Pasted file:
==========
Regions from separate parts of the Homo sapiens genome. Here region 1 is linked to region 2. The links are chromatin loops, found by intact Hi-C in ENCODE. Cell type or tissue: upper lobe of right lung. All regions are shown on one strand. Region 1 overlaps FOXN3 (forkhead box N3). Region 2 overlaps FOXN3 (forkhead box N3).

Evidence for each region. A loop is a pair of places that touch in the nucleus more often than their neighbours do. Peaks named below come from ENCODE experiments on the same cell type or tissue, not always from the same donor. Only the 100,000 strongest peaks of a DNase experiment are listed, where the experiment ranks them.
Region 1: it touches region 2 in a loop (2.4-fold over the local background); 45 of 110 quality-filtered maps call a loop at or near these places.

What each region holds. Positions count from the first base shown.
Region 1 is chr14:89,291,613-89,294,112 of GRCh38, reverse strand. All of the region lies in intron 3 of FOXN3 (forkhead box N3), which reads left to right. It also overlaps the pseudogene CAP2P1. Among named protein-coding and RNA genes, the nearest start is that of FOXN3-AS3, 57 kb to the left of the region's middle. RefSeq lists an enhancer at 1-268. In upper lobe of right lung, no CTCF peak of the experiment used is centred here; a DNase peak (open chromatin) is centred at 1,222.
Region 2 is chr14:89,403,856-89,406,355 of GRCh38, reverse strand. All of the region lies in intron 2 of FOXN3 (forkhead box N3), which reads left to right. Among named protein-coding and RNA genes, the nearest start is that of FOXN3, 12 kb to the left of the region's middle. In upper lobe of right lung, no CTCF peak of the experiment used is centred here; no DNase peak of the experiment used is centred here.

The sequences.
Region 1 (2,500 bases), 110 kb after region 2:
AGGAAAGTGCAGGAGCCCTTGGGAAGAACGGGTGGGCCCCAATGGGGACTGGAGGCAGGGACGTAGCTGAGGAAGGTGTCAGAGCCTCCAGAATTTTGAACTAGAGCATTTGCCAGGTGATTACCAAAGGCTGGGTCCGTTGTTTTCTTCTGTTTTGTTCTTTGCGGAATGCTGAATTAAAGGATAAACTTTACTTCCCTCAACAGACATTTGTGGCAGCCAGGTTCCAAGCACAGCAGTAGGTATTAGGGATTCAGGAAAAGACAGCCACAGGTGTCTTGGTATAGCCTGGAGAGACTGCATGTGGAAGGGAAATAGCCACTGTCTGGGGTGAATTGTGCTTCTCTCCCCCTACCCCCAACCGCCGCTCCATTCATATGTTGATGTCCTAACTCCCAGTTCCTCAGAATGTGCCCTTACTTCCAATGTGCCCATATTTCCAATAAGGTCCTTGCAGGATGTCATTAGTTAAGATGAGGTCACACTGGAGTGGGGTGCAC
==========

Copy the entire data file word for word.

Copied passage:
Regions from separate parts of the Homo sapiens genome. Here region 1 is linked to region 2. The links are chromatin loops, found by intact Hi-C in ENCODE. Cell type or tissue: upper lobe of right lung. All regions are shown on one strand. Region 1 overlaps FOXN3 (forkhead box N3). Region 2 overlaps FOXN3 (forkhead box N3).

Evidence for each region. A loop is a pair of places that touch in the nucleus more often than their neighbours do. Peaks named below come from ENCODE experiments on the same cell type or tissue, not always from the same donor. Only the 100,000 strongest peaks of a DNase experiment are listed, where the experiment ranks them.
Region 1: it touches region 2 in a loop (2.4-fold over the local background); 45 of 110 quality-filtered maps call a loop at or near these places.

What each region holds. Positions count from the first base shown.
Region 1 is chr14:89,291,613-89,294,112 of GRCh38, reverse strand. All of the region lies in intron 3 of FOXN3 (forkhead box N3), which reads left to right. It also overlaps the pseudogene CAP2P1. Among named protein-coding and RNA genes, the nearest start is that of FOXN3-AS3, 57 kb to the left of the region's middle. RefSeq lists an enhancer at 1-268. In upper lobe of right lung, no CTCF peak of the experiment used is centred here; a DNase peak (open chromatin) is centred at 1,222.
Region 2 is chr14:89,403,856-89,406,355 of GRCh38, reverse strand. All of the region lies in intron 2 of FOXN3 (forkhead box N3), which reads left to right. Among named protein-coding and RNA genes, the nearest start is that of FOXN3, 12 kb to the left of the region's middle. In upper lobe of right lung, no CTCF peak of the experiment used is centred here; no DNase peak of the experiment used is centred here.

The sequences.
Region 1 (2,500 bases), 110 kb after region 2:
AGGAAAGTGCAGGAGCCCTTGGGAAGAACGGGTGGGCCCCAATGGGGACTGGAGGCAGGGACGTAGCTGAGGAAGGTGTCAGAGCCTCCAGAATTTTGAACTAGAGCATTTGCCAGGTGATTACCAAAGGCTGGGTCCGTTGTTTTCTTCTGTTTTGTTCTTTGCGGAATGCTGAATTAAAGGATAAACTTTACTTCCCTCAACAGACATTTGTGGCAGCCAGGTTCCAAGCACAGCAGTAGGTATTAGGGATTCAGGAAAAGACAGCCACAGGTGTCTTGGTATAGCCTGGAGAGACTGCATGTGGAAGGGAAATAGCCACTGTCTGGGGTGAATTGTGCTTCTCTCCCCCTACCCCCAACCGCCGCTCCATTCATATGTTGATGTCCTAACTCCCAGTTCCTCAGAATGTGCCCTTACTTCCAATGTGCCCATATTTCCAATAAGGTCCTTGCAGGATGTCATTAGTTAAGATGAGGTCACACTGGAGTGGGGTGCAC